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Melia azedarach plants show tolerance properties to water shortage treatment: An ecophysiological study

Dias, Maria Celeste, Azevedo, Carla, Costa, Maria, Pinto, Glória, Santos, Conceição
Plant physiology and biochemistry 2014 v.75 pp. 123-127
Melia azedarach, antioxidant activity, antioxidants, carbon dioxide, drought, ecophysiology, enzymes, juveniles, lipid peroxidation, medicinal properties, mesophyll, metabolites, photosystem II, plant growth, reforestation, stomatal movement, water potential, water shortages, water stress, wood quality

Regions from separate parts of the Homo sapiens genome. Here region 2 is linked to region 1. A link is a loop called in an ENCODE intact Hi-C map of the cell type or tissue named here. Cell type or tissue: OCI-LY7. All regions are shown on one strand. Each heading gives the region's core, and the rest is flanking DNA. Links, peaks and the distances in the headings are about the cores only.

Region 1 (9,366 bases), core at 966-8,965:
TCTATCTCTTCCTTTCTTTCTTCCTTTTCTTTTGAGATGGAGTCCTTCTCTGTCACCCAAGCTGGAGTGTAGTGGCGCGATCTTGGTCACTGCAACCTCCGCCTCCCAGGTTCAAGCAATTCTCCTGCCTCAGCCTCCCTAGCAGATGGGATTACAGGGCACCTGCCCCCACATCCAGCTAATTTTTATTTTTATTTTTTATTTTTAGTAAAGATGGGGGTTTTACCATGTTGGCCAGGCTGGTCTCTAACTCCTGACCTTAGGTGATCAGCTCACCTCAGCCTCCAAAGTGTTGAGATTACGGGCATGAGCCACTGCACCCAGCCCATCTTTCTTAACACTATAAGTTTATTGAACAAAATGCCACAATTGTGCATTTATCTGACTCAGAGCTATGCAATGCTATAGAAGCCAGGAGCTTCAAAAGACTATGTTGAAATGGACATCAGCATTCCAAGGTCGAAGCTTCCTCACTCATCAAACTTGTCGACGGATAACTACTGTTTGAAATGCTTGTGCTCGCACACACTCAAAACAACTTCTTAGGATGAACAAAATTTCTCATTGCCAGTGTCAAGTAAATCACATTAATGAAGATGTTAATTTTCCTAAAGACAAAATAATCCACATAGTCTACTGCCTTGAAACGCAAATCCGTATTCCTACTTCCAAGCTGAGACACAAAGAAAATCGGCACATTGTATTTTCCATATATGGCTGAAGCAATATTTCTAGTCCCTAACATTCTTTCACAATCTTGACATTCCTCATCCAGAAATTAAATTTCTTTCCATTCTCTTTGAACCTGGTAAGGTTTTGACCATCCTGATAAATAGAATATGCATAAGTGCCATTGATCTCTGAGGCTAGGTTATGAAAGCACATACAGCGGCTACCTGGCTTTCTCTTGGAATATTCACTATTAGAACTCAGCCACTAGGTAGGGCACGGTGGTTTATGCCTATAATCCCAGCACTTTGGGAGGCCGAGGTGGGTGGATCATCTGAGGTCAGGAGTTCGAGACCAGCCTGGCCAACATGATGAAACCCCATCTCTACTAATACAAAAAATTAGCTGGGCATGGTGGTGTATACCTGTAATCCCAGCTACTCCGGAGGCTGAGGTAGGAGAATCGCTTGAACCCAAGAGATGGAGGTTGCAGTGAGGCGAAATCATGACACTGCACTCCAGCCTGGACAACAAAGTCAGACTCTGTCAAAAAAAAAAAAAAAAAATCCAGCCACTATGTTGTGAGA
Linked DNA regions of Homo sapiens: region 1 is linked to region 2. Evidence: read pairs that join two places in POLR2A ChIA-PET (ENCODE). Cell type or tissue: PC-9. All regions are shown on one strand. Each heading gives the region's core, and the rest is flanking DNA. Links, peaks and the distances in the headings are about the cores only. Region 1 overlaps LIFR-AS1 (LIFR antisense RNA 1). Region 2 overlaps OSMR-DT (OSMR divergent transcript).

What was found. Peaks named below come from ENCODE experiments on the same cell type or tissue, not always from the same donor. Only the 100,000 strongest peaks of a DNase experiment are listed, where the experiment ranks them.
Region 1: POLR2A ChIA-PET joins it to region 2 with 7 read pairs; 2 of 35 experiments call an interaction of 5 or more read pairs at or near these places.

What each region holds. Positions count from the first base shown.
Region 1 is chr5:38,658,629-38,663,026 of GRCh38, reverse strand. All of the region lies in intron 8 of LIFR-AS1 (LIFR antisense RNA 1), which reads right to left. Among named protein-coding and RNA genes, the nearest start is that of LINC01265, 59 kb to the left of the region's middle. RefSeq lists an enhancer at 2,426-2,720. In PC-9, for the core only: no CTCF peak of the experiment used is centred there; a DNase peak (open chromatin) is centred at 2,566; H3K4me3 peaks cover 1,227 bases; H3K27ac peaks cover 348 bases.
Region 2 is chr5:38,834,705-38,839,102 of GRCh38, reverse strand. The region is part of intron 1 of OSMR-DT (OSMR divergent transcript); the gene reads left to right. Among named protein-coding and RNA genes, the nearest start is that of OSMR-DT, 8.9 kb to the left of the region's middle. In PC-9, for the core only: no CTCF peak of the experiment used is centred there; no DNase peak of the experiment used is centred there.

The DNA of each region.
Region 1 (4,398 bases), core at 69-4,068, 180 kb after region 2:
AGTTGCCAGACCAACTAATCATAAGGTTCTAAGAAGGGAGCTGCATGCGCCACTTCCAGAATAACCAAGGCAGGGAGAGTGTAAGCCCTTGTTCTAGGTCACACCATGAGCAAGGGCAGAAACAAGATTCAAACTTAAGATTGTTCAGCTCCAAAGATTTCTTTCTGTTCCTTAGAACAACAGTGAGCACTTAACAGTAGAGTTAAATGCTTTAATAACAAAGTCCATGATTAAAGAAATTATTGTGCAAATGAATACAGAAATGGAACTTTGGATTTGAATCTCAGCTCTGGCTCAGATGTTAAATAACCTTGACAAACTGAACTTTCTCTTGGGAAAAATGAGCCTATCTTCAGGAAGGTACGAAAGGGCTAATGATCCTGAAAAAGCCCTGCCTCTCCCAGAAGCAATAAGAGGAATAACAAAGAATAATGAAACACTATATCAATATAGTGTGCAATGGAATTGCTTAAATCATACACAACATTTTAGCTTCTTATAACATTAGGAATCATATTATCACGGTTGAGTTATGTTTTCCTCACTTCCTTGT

Candidate species for reforestation of areas prone to drought must combine water stress (WS) tolerance and economic or medicinal interest. Melia azedarach produces high quality timber and has insecticidal and medicinal properties. However, the impact of WS on M. azedarach has not yet been studied. Two-month old M. azedarach plants were exposed to WS during 20 days. After this period, plant's growth, water potential, photosynthetic performance and antioxidant capacity were evaluated. WS did not affect plants' growth, but induced stomatal closure, reduced net CO2 assimilation rate (A) and the intercellular CO2 availability in mesophyll (Ci). WS also reduced the photosynthetic efficiency of PSII but not the pigment levels. WS up-regulated the antioxidant enzymes and stimulated the production of antioxidant metabolites, preventing lipid peroxidation. Therefore, despite some repression of photosynthetic parameters by WS, they did not compromise plant growth, and plants increased their antioxidant capacity. Our data demonstrate that M. azedarach juvenile plants have the potential to acclimate to water shortage conditions, opening new perspectives to the use of this species in reforestation/afforestation programs of drought prone areas.